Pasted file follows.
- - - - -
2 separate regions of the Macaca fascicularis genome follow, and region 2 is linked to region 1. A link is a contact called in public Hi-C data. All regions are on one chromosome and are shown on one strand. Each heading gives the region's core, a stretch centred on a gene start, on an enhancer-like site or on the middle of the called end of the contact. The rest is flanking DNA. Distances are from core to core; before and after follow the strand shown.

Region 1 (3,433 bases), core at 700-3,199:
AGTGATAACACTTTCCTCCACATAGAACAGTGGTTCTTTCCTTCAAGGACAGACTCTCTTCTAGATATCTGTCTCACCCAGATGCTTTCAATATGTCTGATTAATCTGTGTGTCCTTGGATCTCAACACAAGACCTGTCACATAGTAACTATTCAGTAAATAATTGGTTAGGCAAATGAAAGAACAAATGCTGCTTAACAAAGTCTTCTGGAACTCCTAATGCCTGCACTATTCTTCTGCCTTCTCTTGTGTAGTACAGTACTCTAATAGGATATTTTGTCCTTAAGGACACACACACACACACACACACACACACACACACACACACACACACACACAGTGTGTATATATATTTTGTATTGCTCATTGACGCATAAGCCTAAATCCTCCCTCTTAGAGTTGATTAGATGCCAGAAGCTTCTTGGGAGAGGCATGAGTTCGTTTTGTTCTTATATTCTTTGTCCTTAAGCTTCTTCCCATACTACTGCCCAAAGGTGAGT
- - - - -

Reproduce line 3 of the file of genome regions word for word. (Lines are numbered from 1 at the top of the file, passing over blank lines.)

AGTGATAACACTTTCCTCCACATAGAACAGTGGTTCTTTCCTTCAAGGACAGACTCTCTTCTAGATATCTGTCTCACCCAGATGCTTTCAATATGTCTGATTAATCTGTGTGTCCTTGGATCTCAACACAAGACCTGTCACATAGTAACTATTCAGTAAATAATTGGTTAGGCAAATGAAAGAACAAATGCTGCTTAACAAAGTCTTCTGGAACTCCTAATGCCTGCACTATTCTTCTGCCTTCTCTTGTGTAGTACAGTACTCTAATAGGATATTTTGTCCTTAAGGACACACACACACACACACACACACACACACACACACACACACACACACACAGTGTGTATATATATTTTGTATTGCTCATTGACGCATAAGCCTAAATCCTCCCTCTTAGAGTTGATTAGATGCCAGAAGCTTCTTGGGAGAGGCATGAGTTCGTTTTGTTCTTATATTCTTTGTCCTTAAGCTTCTTCCCATACTACTGCCCAAAGGTGAGT